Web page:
Fishes - Green Local Schools

Fishes - Green Local Schools

Fishes Chapter 39 Introduction to Vertebrates Section 39.1 Vertebrate Characteristics

Only 1 phylum: Chordata Three distinguishing characteristics: 1. Vertebrae: bones or cartilage that surrounds and protects dorsal nerve cord (spine) 2. Cranium: skull that protects the brain 3. Endoskeleton composed of bone or cartilage

Vertebrate Classification Nine Classes: 1. Hagfishes: elongated, eel-like bodies, lack jaws, no paired fins, no vertebrae (have notochord) 2. Lamprey: same as hagfish except they have a primitive vertebrae 3. Sharks, Rays, & Skates: jaws, paired

fins, cartilage skeleton 4. Ray-finned Fish: jaws, bony skeleton, Classification Continued 5. Lobed-finned Fish: fins on main axis of body 6. Amphibians: thin & permeable skin, eggs & larval stage in water 7. Reptiles: dry & scaly skin, eggs on

land 8. Birds: flight, feathers, hollow bones, unique respiratory system 9. Mammals: hair, mammary glands Vertebrate Evolution 560 million years ago First vertebrae = tadpole like, jawless fish

Origin of Jaws 450 million years ago Evolved from first pair of gill arches: skeletal elements that protect pharynx Jaws aid in food seizure

and manipulation Scientific Names: Hagfish Class Myxini Lamprey Class Cephalaspidomorphi

Sharks, Rays & Skates Class Chondrichthyes Ray-Finned Fish Class Actinopterygii Lobed-Finned Fish Class Sarcopterygii

Amphibians Class Amphibia Reptiles Class Reptilia Birds Class Aves

Mammals Class Mammalia Jawless & Cartilaginous Fishes Section 39.2 Characteristics for the Water:

Streamline body shape Strong muscular tail for propulsion Paired fins to maneuver in multiple directions Secreted mucus to reduce friction Stored fat to help float Gills for respiration Homeostasis

Maintain homeostasis through osmosis osmoregulation Waste removal organs: kidneys & gills Kidneys filter wastes from blood & removes excess water as urine Out through the cloaca

Gills remove waste gases (CO2) and excess ions directly into the water Sensory functions Advanced senses to detect light, chemicals, sound, electrical and magnetic fields Chemoreception: detect chemicals in the form of smell and taste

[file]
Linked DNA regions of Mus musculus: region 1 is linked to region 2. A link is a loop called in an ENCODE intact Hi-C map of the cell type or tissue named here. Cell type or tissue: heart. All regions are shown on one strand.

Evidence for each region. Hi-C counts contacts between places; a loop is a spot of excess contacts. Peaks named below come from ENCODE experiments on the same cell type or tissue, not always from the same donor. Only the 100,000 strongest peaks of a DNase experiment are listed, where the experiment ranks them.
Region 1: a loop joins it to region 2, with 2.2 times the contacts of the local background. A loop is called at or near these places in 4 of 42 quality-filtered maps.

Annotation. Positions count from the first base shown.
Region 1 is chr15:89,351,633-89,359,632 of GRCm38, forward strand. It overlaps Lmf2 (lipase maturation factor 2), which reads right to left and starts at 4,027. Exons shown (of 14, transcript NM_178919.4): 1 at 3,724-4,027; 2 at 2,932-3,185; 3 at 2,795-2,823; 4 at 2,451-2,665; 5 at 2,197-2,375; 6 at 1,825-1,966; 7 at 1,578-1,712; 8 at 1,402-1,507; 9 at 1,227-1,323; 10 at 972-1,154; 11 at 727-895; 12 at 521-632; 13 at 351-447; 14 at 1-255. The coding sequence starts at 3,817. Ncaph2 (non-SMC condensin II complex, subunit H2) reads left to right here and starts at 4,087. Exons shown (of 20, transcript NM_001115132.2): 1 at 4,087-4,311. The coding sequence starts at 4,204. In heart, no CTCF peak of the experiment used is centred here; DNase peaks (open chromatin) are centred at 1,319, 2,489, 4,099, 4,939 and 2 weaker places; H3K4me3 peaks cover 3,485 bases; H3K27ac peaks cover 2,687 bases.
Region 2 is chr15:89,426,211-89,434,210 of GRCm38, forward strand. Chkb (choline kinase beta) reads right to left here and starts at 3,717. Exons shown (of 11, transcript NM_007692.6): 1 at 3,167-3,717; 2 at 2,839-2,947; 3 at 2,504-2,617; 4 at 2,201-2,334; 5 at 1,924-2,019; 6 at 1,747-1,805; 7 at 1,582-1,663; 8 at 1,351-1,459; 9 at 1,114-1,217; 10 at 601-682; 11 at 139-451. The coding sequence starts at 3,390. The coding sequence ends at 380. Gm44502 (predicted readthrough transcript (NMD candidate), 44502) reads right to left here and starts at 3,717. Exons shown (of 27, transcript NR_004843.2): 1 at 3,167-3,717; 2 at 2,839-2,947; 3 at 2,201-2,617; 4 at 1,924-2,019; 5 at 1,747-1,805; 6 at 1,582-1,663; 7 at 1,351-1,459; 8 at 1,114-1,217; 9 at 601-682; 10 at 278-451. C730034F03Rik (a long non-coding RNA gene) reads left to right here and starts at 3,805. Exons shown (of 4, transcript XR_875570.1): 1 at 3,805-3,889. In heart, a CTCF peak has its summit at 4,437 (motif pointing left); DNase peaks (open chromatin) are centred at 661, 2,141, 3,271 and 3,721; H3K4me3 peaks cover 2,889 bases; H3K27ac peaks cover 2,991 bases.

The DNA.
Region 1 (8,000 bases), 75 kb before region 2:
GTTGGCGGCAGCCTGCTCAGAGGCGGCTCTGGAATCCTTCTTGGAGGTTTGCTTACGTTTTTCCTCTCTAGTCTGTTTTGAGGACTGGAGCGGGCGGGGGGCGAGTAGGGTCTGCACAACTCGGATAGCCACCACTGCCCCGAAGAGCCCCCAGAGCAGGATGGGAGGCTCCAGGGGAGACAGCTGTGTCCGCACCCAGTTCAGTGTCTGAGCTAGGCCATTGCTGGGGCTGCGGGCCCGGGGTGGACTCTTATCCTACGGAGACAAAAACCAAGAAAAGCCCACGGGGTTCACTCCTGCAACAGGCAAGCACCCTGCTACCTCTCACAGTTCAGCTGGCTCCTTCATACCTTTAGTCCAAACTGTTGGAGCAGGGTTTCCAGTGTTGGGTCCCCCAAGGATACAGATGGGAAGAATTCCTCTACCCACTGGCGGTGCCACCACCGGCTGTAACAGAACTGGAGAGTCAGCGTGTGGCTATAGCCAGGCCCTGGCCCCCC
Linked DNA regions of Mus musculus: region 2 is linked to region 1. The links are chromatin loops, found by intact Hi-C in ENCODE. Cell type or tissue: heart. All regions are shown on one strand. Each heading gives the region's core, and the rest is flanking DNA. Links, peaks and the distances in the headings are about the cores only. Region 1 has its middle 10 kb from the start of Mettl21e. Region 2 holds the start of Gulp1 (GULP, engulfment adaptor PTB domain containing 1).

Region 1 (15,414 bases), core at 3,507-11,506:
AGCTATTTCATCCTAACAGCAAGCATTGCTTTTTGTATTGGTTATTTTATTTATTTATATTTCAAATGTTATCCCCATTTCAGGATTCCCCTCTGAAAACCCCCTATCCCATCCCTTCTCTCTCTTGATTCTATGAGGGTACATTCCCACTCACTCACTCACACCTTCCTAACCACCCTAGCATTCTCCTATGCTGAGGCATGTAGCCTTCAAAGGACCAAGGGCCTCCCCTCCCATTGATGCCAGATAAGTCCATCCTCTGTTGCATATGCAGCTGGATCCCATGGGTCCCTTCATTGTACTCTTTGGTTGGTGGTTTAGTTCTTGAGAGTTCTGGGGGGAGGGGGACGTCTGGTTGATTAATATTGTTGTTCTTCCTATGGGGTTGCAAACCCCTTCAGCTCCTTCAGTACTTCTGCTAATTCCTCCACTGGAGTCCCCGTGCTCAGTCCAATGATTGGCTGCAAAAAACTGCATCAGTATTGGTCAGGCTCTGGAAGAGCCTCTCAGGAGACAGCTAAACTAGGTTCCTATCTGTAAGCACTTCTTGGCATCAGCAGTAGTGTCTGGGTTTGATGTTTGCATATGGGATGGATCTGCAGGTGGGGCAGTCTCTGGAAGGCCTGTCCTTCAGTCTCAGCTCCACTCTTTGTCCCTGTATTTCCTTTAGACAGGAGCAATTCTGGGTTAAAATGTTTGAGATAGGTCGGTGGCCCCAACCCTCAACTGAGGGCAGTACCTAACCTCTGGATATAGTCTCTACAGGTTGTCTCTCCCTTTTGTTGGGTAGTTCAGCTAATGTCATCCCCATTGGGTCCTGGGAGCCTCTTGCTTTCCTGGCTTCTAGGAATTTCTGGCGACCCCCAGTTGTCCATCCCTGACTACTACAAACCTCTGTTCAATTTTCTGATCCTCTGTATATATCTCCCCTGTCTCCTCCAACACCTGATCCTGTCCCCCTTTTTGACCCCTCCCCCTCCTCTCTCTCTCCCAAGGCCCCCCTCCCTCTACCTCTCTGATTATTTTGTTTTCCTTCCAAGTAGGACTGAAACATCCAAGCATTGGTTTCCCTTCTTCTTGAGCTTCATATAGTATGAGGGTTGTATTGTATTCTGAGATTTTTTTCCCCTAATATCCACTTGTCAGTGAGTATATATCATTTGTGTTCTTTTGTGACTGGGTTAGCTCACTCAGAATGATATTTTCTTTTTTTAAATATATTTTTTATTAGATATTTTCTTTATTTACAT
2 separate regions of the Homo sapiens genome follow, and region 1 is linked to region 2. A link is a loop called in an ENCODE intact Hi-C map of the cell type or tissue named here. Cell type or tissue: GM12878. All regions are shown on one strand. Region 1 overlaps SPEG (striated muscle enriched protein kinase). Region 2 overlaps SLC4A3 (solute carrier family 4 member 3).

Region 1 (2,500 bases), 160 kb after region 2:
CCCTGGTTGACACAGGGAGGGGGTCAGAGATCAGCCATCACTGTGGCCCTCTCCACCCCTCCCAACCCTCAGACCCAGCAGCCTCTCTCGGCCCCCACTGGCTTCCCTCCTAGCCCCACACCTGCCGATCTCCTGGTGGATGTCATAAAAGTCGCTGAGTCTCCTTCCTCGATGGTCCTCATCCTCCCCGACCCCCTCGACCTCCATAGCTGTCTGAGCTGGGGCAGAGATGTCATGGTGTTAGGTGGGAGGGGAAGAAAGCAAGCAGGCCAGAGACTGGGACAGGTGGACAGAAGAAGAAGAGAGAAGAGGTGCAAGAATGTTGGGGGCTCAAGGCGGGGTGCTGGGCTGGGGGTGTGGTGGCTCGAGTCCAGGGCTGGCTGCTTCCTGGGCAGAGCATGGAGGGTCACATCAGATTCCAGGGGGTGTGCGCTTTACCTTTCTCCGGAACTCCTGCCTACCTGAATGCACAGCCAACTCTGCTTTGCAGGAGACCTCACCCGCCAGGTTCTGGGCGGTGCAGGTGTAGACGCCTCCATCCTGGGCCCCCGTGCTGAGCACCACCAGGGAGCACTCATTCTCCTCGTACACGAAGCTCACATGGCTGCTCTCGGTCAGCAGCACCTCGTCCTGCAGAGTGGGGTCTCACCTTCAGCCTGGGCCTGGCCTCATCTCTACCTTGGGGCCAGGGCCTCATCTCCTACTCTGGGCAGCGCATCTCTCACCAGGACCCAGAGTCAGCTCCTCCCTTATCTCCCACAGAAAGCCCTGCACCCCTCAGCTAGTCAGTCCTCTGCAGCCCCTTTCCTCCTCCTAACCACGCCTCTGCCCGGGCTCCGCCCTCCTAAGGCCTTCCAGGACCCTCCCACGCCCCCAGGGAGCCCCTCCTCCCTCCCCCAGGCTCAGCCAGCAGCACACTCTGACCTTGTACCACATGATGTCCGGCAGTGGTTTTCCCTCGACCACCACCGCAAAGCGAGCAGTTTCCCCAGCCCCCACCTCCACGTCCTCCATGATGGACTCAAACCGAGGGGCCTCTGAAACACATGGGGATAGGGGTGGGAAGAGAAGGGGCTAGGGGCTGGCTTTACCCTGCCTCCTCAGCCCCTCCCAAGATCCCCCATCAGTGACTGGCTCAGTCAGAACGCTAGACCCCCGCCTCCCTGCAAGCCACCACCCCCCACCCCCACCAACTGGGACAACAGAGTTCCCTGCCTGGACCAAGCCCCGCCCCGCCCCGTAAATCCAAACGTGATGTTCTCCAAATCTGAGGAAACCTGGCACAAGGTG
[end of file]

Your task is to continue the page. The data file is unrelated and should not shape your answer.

Lateral line system: Row of sensory structures that run the length of the fishs body on each side Connected by nerves to the brain Detects vibrations in water Jawless Fishes Hagfish (Class Myxini): Bottom dwellers, marine habitat

No vertebrae (have notochord) Mouth with two movable plates & rough tongue-like structure Burrow into body eat from the inside out Lamprey (Class Cephalaspidomorphi) : Some are parasitic on other fish Disk-shaped mouth with rough tongue that

scrapes a hole into host Cartilaginous Fishes Class Chondrichthyes Examples: Sharks, rays, & skates Skeletons made of cartilage: Flexible, lightweight material made of cells surrounded by tough fibers of protein

Carnivores Skin covered with placoid scales: Small, tooth-like spines that feel like sandpaper Adaptations Gills for respiration Fast swimming or pumping water over gills

Rays & skates have spiracles to draw in water Rectal gland: end of intestine that removes excess ions from the blood and releases into rectum for elimination LARGE liver stores lipids to maintain buoyancy

Reproduction Internal fertilization Male inject sperm into female with modified pelvic fins called claspers Many cartilage fish have live birth No parental care once born Rays & Skates

Flattened bodies Wing-like pectoral fins Bottom dwellers Most feed on mollusks and crustaceans